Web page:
Scorched Earth


Unlike Jesse Ventura, Gina Carano has time to bleed.

(2018) Sci-Fi Action (Cinedigm) Gina Carano, John Hannah, Ryan Robbins, Stephanie Bennett, Dean S. Jagger, Patrick Gilmore, Luvia Petersen, Patrick Sabongui, Nathan Mitchell, Alisha Newton, Daniel Bacon, Sarah Troyer, Bart Anderson, Kailey Spear. Directed by Peter Howitt

 

I’m all for B-movies, so long as they’re reasonably entertaining and have at least a scrap of originality or at least some imagination to them. Scorched Earth, a post-apocalyptic ecological action western (that’s a mouthful) probably doesn’t qualify for either and if it does only barely but I found myself giving it a fairly mixed review.

Bounty hunter Attica Gage (Carano) wanders the wasteland following a global ecological disaster (take that, climate change deniers!) after an event known as Cloudfall permanently polluted the planet with toxic chemicals leading a need for re-breathing devices that use powdered silver to work properly and tiny chemical pellets that purify the polluted water. In her era it’s a capital crime to drive a fossil fuel-burning vehicle and she collects bounties on offenders of that law, for instance Chavo (Petersen) who wears a cowboy hat with a couple of aces in the hatband. That’s what passes for eccentricity among the mass murdering set in the future.

Gage is one of those bounty hunters who always gets her man (in that case, woman) but she has a run-in with the sheriff of New Montana (population 24) whose sheriff (Gilmore) has misplaced her bounty until Gage “finds” it for him. Her only friend is Doc (Hannah), the town medic and a former bounty hunter himself until a knee injury did his bounty hunting days in. He tells her of the biggest bounty ever offered for Thomas Jackson (Robbins), the mayor of the town of Defiance – wait, wasn’t that the name of the town in a SyFy post-apocalyptic Western? – and warns her she won’t be able to collect it by herself as Jackson has a crew of ruthless killers. Of course she sets out on her own after him, confident she can impersonate Chavo by wearing her hat. Of course nobody really sees anybody’s face that often due to the re-breathers which are taken off regularly.

Anywho, it turns out that Gage has a personal connection to Jackson as well as his bar chanteuse and occasional plaything Melena (Bennett) who bears a passing resemblance to Gage’s dead sister Beatrice (Newton) who was kidnapped by Jackson years earlier. Jackson and his flunky Lear (Jagger) have plans to work an abandoned silver mine near Defiance but needs manpower to do it; what better way to get manpower than to kidnap slave labor from surrounding towns and caravans passing through? You know all this is going to lead to a reckoning between Gage and Jackson and let the best man – or woman – win.

It’s hard to believe that Howitt also directed the superb Sliding Doors but he did; this is definitely not his finest hour. The script is loaded with elements borrowed from other films and has little originality in that regard. That would be okay if the elements were handled in an original way but they’re not. You’ve seen this movie before kids, even if you haven’t seen it yet.

Carano was at one time thought to be a rising star in the action field in Haywire never really fulfilled the promise she displayed in that movie (which was not as good a movie as most people at the time thought) despite a couple of high-profile roles. Direct to home video seems the next step for her; I can’t imagine that this film will get her decent roles in future films. It’s not that she’s bad, she just has cringe-inducing dialogue to recite and most of her hand-to-hand combat is done with guns which is a failure to utilize her skills properly. At one point she tells Melena “Head to New Montana; it’s a better way of life” which sounds more like a slogan the Montana tourism board might utilize than something an actual human being might say.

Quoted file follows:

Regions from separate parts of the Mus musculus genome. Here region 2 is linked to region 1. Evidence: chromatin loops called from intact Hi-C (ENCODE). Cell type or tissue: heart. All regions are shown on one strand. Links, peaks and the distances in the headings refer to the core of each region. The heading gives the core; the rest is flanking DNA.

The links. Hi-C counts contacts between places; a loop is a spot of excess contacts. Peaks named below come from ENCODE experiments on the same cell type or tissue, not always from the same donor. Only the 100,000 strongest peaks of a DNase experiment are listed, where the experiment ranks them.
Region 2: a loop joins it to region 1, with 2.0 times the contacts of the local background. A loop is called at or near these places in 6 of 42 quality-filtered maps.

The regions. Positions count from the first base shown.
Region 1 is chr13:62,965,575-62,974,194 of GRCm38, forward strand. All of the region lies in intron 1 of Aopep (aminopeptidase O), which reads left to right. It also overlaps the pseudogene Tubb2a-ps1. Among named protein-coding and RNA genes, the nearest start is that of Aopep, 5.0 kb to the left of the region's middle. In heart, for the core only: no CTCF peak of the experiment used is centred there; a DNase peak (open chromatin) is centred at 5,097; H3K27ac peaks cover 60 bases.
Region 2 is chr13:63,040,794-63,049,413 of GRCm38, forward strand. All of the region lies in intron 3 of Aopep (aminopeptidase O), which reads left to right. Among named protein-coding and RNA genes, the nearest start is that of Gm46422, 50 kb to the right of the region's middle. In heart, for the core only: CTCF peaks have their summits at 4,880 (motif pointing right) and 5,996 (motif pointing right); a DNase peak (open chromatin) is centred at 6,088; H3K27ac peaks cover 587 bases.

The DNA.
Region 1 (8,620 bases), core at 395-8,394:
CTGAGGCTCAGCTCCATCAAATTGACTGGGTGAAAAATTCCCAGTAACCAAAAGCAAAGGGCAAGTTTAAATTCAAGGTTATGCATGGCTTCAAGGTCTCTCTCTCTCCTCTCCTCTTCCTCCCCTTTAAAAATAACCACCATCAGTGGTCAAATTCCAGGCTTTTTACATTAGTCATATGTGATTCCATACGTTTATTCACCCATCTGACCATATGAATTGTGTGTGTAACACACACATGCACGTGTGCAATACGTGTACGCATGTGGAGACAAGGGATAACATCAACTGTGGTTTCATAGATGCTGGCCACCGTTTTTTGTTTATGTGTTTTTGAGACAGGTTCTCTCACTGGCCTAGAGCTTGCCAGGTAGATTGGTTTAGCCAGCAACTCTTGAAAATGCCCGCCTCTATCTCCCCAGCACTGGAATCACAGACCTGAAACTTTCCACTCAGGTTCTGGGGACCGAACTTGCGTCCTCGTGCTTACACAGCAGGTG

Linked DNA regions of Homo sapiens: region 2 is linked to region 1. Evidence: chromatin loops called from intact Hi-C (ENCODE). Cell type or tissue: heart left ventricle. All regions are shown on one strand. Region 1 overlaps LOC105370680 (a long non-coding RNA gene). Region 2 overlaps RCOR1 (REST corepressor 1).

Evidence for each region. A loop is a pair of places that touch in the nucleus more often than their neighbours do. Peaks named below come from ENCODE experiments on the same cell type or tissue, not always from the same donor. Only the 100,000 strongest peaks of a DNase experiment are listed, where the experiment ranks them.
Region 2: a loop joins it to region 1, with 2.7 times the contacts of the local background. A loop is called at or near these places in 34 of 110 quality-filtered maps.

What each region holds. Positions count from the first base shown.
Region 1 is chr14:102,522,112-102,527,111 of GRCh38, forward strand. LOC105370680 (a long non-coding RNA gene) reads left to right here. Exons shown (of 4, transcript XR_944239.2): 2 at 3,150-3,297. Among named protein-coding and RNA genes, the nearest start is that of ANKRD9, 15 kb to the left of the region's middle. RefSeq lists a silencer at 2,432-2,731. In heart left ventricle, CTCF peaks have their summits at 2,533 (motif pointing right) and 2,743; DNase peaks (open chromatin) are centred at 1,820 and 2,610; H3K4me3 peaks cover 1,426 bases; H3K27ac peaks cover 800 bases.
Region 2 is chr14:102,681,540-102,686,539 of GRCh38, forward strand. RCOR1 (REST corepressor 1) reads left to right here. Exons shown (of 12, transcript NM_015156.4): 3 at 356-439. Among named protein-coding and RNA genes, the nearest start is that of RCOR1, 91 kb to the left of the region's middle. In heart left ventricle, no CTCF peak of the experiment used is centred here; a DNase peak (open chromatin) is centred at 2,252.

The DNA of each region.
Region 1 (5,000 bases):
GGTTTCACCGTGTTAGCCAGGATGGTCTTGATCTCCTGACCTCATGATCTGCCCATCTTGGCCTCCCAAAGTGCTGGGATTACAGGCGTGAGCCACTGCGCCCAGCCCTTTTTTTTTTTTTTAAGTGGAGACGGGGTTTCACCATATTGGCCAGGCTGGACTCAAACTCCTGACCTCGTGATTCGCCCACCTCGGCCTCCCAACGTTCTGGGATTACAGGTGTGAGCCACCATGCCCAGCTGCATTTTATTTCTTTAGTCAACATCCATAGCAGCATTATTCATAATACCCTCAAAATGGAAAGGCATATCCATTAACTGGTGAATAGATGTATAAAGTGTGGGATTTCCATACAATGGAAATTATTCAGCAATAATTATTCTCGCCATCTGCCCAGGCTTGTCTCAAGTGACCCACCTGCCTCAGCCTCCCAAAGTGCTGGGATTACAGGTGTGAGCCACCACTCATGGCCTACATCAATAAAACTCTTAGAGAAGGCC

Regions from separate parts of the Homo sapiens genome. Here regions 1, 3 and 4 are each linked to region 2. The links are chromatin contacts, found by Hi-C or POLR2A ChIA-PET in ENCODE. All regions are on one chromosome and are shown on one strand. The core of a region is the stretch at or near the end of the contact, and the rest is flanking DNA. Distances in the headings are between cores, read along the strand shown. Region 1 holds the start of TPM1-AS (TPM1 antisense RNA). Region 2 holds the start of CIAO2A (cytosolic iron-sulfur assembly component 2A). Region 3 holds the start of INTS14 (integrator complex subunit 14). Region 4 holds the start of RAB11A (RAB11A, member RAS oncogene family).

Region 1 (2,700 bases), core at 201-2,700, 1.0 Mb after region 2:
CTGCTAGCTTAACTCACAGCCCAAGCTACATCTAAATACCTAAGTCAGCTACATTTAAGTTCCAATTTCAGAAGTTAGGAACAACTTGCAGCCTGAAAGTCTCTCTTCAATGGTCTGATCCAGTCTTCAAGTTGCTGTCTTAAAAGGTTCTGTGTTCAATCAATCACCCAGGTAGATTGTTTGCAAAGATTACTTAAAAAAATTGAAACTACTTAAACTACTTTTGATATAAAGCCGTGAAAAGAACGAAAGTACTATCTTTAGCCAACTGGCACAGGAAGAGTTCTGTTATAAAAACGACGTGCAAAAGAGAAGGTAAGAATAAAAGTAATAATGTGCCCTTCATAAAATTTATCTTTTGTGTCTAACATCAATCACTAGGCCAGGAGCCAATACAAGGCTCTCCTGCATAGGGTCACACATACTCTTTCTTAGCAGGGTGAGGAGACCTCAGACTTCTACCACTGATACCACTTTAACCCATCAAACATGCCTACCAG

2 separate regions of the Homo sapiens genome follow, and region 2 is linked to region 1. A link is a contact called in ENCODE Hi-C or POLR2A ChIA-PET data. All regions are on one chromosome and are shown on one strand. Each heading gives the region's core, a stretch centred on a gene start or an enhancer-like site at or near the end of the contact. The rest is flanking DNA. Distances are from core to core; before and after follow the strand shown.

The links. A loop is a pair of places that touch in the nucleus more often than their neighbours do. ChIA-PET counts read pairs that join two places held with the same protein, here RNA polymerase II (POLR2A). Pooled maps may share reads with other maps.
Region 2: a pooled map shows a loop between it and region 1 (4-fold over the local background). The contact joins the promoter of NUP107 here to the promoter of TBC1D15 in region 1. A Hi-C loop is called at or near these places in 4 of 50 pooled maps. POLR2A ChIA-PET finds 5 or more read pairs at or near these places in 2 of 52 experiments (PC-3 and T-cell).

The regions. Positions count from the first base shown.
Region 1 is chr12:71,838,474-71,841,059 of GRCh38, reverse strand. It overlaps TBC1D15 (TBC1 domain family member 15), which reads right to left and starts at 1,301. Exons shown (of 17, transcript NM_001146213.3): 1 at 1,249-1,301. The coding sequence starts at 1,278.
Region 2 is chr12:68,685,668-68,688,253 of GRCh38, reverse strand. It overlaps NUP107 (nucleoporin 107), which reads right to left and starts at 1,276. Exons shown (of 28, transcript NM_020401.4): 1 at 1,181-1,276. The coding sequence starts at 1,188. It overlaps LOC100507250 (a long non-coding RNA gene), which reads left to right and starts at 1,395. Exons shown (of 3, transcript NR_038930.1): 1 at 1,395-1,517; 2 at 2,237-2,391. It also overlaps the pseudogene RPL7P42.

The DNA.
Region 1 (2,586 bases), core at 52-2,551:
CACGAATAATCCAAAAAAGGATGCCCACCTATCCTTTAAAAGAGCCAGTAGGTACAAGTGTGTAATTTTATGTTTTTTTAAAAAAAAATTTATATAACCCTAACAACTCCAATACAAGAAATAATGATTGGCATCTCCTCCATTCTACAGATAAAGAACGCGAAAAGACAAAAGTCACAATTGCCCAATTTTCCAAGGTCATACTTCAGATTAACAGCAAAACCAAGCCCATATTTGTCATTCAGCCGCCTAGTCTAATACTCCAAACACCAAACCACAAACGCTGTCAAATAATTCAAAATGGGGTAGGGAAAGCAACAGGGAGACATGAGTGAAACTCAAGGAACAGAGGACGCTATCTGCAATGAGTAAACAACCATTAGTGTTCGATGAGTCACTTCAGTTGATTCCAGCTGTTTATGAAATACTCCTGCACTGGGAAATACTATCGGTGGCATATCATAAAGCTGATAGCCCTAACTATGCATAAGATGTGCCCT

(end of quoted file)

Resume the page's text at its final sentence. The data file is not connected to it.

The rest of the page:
For some reason Howitt has chosen to stop everything dead in its tracks by having Melena sing the blues in his saloon every so often. The music isn’t really all that scintillating and the tone is jarring enough that it takes the viewer out of the film. Worse still, the singer – who is obviously not Bennett – doesn’t lip-synch very well to the actress, or vice versa.

 However, Howitt does handle the action sequences with aplomb and they flow nicely. Also the deadly cloud effects with plenty of CGI swirlies and lightning are pretty cool in and of themselves. Those however don’t a great movie make and quite frankly watching Gage get up and walk away after being thrown over a cliff in a coffin that’s been nailed shut is the kind of taking-leave-of-their-senses logic that the screenwriters display all too often in this mildly entertaining but ultimately not really worth seeing film.

REASONS TO GO: The action sequences are handled pretty nicely. The cloud and storm effects are also pretty nifty.
REASONS TO STAY: The musical interludes are jarring and disruptive. This film has a definite case of the indestructible heroes.
FAMILY VALUES: There is violence, adult themes and profanity herein
TRIVIAL PURSUIT: Gage was initially written as a male character with Sean Bean being considered for the lead; when that fell through, the part was re-written for a female character and Carano was eventually cast for the role.
CRITICAL MASS: As of 2/2/18: 13% positive reviews: No score yet. Metacritic: No score yet.
COMPARISON SHOPPING: The Book of Eli
FINAL RATING: 5/10
NEXT:
Above & Beyond Acoustic: Giving Up the Day Job

21 Jump Street


21 Jump Street

Channing Tatum and Jonah Hill prepare for the next Tour de France.

(2012) Crime Comedy (MGM/Columbia) Jonah Hill, Channing Tatum, Brie Larson, Rob Riggle, Ice Cube, Dave Franco, DeRay Davis, Jake Johnson, Johnny Simmons, Johnny Pemberton, Dakota Johnson, Ellie Kemper, Holly Robinson Peete, Dax Flame, Caroline Aaron, Joe Chrest. Directed by Phil Lord and Christopher Miller